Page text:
The acclaimed New International Greek Testament Commentary series has published Richard Longenecker’s volume on Romans, and we are thrilled to add it to our set. Why? Here are half a dozen compelling reasons (not in order of priority).
1. Summary by Eerdmans, Grand Rapids, Michigan
“This highly anticipated commentary on the Greek text of Romans by veteran New Testament scholar Richard Longenecker provides solid scholarship and innovative solutions to long-standing interpretive problems. Critical, exegetical, and constructive, yet pastoral in its application, Longenecker’s monumental work on Romans sets a course for the future that will promote a better understanding of this most famous of Paul’s letters and a more relevant contextualization of its message.”
2. Review by Thomas R. Schreiner, Southern Baptist Theological Seminary
“Paul’s letter to the Romans is like Mount Everest in its grandeur and beauty. How fitting it is, then, for one of the deans of New Testament scholarship, Richard Longenecker, to present his interpretation of the letter in this magisterial commentary. All the virtues of Longenecker’s work are evident here: in-depth exegesis, careful evaluation of the literary and historical setting of the letter, and consideration of the letter’s message for readers today. Interpreters of Romans are indebted to Longenecker and will want to consult his work regularly.”
3. Review by Susan Eastman, Duke Divinity School
“With characteristic care, thoroughness, and insight, Richard Longenecker delivers what he promises: appreciative interaction with the interpretation of Romans over the centuries; critical, exegetical, and pastorally sensitive analysis of the text; and contextual reflections on this most influential of Paul’s letters in contemporary terms. All serious students of Paul would do well to read this commentary; it will become a standard resource and guide for many years to come.”
4. Review by Frank J. Matera, Catholic University of America
“In every generation two or three commentaries on Romans appear that define the discussion for years to come. This commentary by Richard Longenecker is just such a work. It is clearly and judiciously written and comprehensive in scope. In addition to dealing with all of the relevant ancient and modern literature on Romans, it provides a close reading of the Greek text without losing the reader’s attention. Most importantly, it highlights the theological content and continuing importance of Romans for the church today. I enthusiastically recommend Longenecker’s work for those who want to engage Romans seriously on an exegetical and theological level.”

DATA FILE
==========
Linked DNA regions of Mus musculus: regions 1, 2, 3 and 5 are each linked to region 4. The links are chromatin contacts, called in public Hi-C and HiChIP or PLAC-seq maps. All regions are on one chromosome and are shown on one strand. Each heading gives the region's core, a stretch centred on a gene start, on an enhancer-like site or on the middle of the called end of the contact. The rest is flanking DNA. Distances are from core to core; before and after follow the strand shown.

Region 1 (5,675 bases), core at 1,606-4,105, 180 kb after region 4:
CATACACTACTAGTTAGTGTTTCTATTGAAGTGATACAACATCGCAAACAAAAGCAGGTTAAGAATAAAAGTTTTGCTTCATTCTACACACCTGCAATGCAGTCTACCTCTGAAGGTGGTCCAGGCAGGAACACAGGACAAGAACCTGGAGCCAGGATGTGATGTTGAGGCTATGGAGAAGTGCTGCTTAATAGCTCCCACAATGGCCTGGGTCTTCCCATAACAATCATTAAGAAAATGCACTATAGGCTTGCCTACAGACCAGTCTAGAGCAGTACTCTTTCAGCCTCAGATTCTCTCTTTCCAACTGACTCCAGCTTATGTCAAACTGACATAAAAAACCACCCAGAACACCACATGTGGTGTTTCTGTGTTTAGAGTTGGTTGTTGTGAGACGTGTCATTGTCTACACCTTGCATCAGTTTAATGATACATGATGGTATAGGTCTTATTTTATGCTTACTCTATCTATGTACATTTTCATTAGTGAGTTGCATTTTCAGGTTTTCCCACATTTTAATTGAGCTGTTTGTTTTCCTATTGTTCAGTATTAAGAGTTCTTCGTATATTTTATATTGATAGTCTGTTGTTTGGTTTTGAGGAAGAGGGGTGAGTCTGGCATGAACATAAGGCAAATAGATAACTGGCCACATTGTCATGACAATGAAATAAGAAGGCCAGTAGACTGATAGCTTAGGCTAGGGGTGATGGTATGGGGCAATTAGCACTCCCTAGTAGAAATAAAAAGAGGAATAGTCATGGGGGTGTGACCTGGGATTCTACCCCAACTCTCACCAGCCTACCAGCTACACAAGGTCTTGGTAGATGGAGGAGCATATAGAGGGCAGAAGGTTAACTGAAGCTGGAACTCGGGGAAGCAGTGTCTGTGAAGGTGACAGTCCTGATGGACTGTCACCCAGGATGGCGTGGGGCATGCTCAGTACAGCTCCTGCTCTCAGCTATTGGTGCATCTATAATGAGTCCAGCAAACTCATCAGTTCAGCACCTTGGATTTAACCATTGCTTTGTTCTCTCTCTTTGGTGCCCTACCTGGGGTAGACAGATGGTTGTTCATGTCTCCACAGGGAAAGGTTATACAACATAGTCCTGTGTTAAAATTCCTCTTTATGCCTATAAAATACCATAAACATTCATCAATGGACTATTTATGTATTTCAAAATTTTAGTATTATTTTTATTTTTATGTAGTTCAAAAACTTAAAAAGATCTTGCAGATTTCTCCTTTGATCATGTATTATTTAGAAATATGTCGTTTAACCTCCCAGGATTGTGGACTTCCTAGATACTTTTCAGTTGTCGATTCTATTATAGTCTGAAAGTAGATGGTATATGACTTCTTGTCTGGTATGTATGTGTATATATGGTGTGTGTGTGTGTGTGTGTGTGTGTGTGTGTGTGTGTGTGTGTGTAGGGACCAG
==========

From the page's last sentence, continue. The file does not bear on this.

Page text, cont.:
5. The Author, Richard N. Longenecker, Wycliffe College
Richard N. Longenecker is professor emeritus of New Testament at Wycliffe College, University of Toronto. His many other books include The Christology of Early Jewish Christianity, New Testament Social Ethics for Today, and Introducing Romans: Critical Issues in Paul’s Most Famous Letter, which was published in anticipation of this new volume.
6. The Writing Itself
As the screenshot below suggested, Longenecker’s writing marshalls a million facts across 1,208 pages in an immensely well-informed and readable manner. Everything is here for scholar and student, for pastor and lay leader. Highly recommended.
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[Editor’s Note: We just welcomed David to our marketing team, and asked him to plunge right in with a blog post as a newbie.]
Today I installed Accordance 11 Essential Collection, and the complete Cornerstone Biblical Commentary by Philip W. Comfort, General Editor (Tyndale House Publishers). This acclaimed 20-volume set, based on the New Living Translation, retails in print for $666.80, but is available from Accordance Bible Software for only $199 (introductory price, regularly $399).
As a brand-new Accordance user, I decided to see what Cornerstone has to say about Scripture passages featuring Jewish women in three very different conditions: esteemed, scandalized, and abhorred.
First, George M. Schwab (Ph.D., Westminster Theological Seminary) writes about the esteemed (virtuous) woman, who is misunderstood by many contemporary Bible readers. After the full text of Proverbs 31:10-31, Schwab presents 45 detailed Notes. Each Note addresses a specific word or phrase in this famous passage, which I already had studied at length, but now understand in important new ways.
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Best of all? Schwab’s Commentary. It is not enough to know a plethora of fascinating facts. Schwab offers substantive meaning to each aspect of this acrostic poem, including its different placement within the Septuagint and Masoretic manuscript traditions. This latter discussion finally answers two burning questions I have had for years. This within 20 minutes of downloading. Amazing!
Second, Grant Osborne (Ph.D., University of Aberdeen) writes about the scandalized (adulterous) woman, who is dragged before Jesus as he teaches in the Temple early one morning. After the full text of John 7:55 – John 8:11, Osborne presents a single very detailed and lengthy Note about this excursus. It is not enough to know that most ancient Greek manuscripts do not include this riveting narrative. Osborne lays out the evidence and convincingly offers two important conclusions.
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In his Commentary, Osborne begins by asking and answering the pressing question: How does one teach or preach on a text that very well may be true, but almost certainly is not canonical? He then unpacks the narrative’s setting, context, and timing (the woman probably was detained overnight, which only intensifies her plight).
Osborne goes on to analyze the motives and misstatements of her accusers, describes what Jesus does and suggests why he does so, and summarizes a range of scholarly theories about what he writes in the dust. Osborne concludes by unpacking what Jesus means (and does not mean) when he speaks to the woman herself in this passage’s last two verses.